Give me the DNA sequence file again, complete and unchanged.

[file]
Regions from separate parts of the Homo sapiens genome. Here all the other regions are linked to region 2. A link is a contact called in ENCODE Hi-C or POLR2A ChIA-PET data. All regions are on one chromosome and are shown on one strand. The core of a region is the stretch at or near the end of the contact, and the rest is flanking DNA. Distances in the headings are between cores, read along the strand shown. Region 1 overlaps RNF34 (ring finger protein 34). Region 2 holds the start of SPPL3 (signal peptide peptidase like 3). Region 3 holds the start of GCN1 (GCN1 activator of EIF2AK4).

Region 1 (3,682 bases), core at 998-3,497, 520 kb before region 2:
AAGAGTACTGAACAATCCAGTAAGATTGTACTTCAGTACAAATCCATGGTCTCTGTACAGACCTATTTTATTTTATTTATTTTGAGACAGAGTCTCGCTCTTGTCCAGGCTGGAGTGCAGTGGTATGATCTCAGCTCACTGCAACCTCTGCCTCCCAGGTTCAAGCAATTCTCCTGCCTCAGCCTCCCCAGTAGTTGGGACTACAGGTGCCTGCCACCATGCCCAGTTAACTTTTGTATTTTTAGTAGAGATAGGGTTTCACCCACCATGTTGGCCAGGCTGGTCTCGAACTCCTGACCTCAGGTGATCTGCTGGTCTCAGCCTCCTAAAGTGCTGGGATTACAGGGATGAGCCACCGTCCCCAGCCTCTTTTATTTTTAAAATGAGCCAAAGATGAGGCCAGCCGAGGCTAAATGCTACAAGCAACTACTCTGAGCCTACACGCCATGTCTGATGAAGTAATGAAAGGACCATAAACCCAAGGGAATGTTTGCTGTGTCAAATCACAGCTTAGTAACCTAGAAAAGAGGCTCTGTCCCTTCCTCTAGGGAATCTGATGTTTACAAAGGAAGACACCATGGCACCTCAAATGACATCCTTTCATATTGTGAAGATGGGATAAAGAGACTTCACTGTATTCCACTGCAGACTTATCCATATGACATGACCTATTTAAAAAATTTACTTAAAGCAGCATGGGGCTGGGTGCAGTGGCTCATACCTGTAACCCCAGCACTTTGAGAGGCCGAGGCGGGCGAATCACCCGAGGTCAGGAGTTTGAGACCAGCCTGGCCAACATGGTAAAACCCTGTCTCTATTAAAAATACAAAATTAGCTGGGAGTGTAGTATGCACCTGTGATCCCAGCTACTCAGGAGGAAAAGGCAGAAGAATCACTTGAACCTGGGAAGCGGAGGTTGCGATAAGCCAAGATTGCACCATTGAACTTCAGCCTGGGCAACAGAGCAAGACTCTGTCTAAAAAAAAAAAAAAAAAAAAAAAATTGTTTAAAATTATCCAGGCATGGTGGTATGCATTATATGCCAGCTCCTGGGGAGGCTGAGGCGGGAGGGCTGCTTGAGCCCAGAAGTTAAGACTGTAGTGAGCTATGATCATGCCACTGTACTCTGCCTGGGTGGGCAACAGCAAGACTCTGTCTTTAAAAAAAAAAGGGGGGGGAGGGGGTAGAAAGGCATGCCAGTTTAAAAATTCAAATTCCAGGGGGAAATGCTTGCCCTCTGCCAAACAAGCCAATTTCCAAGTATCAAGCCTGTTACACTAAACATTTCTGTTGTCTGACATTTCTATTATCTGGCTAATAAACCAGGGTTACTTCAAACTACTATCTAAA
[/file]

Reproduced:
Regions from separate parts of the Homo sapiens genome. Here all the other regions are linked to region 2. A link is a contact called in ENCODE Hi-C or POLR2A ChIA-PET data. All regions are on one chromosome and are shown on one strand. The core of a region is the stretch at or near the end of the contact, and the rest is flanking DNA. Distances in the headings are between cores, read along the strand shown. Region 1 overlaps RNF34 (ring finger protein 34). Region 2 holds the start of SPPL3 (signal peptide peptidase like 3). Region 3 holds the start of GCN1 (GCN1 activator of EIF2AK4).

Region 1 (3,682 bases), core at 998-3,497, 520 kb before region 2:
AAGAGTACTGAACAATCCAGTAAGATTGTACTTCAGTACAAATCCATGGTCTCTGTACAGACCTATTTTATTTTATTTATTTTGAGACAGAGTCTCGCTCTTGTCCAGGCTGGAGTGCAGTGGTATGATCTCAGCTCACTGCAACCTCTGCCTCCCAGGTTCAAGCAATTCTCCTGCCTCAGCCTCCCCAGTAGTTGGGACTACAGGTGCCTGCCACCATGCCCAGTTAACTTTTGTATTTTTAGTAGAGATAGGGTTTCACCCACCATGTTGGCCAGGCTGGTCTCGAACTCCTGACCTCAGGTGATCTGCTGGTCTCAGCCTCCTAAAGTGCTGGGATTACAGGGATGAGCCACCGTCCCCAGCCTCTTTTATTTTTAAAATGAGCCAAAGATGAGGCCAGCCGAGGCTAAATGCTACAAGCAACTACTCTGAGCCTACACGCCATGTCTGATGAAGTAATGAAAGGACCATAAACCCAAGGGAATGTTTGCTGTGTCAAATCACAGCTTAGTAACCTAGAAAAGAGGCTCTGTCCCTTCCTCTAGGGAATCTGATGTTTACAAAGGAAGACACCATGGCACCTCAAATGACATCCTTTCATATTGTGAAGATGGGATAAAGAGACTTCACTGTATTCCACTGCAGACTTATCCATATGACATGACCTATTTAAAAAATTTACTTAAAGCAGCATGGGGCTGGGTGCAGTGGCTCATACCTGTAACCCCAGCACTTTGAGAGGCCGAGGCGGGCGAATCACCCGAGGTCAGGAGTTTGAGACCAGCCTGGCCAACATGGTAAAACCCTGTCTCTATTAAAAATACAAAATTAGCTGGGAGTGTAGTATGCACCTGTGATCCCAGCTACTCAGGAGGAAAAGGCAGAAGAATCACTTGAACCTGGGAAGCGGAGGTTGCGATAAGCCAAGATTGCACCATTGAACTTCAGCCTGGGCAACAGAGCAAGACTCTGTCTAAAAAAAAAAAAAAAAAAAAAAAATTGTTTAAAATTATCCAGGCATGGTGGTATGCATTATATGCCAGCTCCTGGGGAGGCTGAGGCGGGAGGGCTGCTTGAGCCCAGAAGTTAAGACTGTAGTGAGCTATGATCATGCCACTGTACTCTGCCTGGGTGGGCAACAGCAAGACTCTGTCTTTAAAAAAAAAAGGGGGGGGAGGGGGTAGAAAGGCATGCCAGTTTAAAAATTCAAATTCCAGGGGGAAATGCTTGCCCTCTGCCAAACAAGCCAATTTCCAAGTATCAAGCCTGTTACACTAAACATTTCTGTTGTCTGACATTTCTATTATCTGGCTAATAAACCAGGGTTACTTCAAACTACTATCTAAA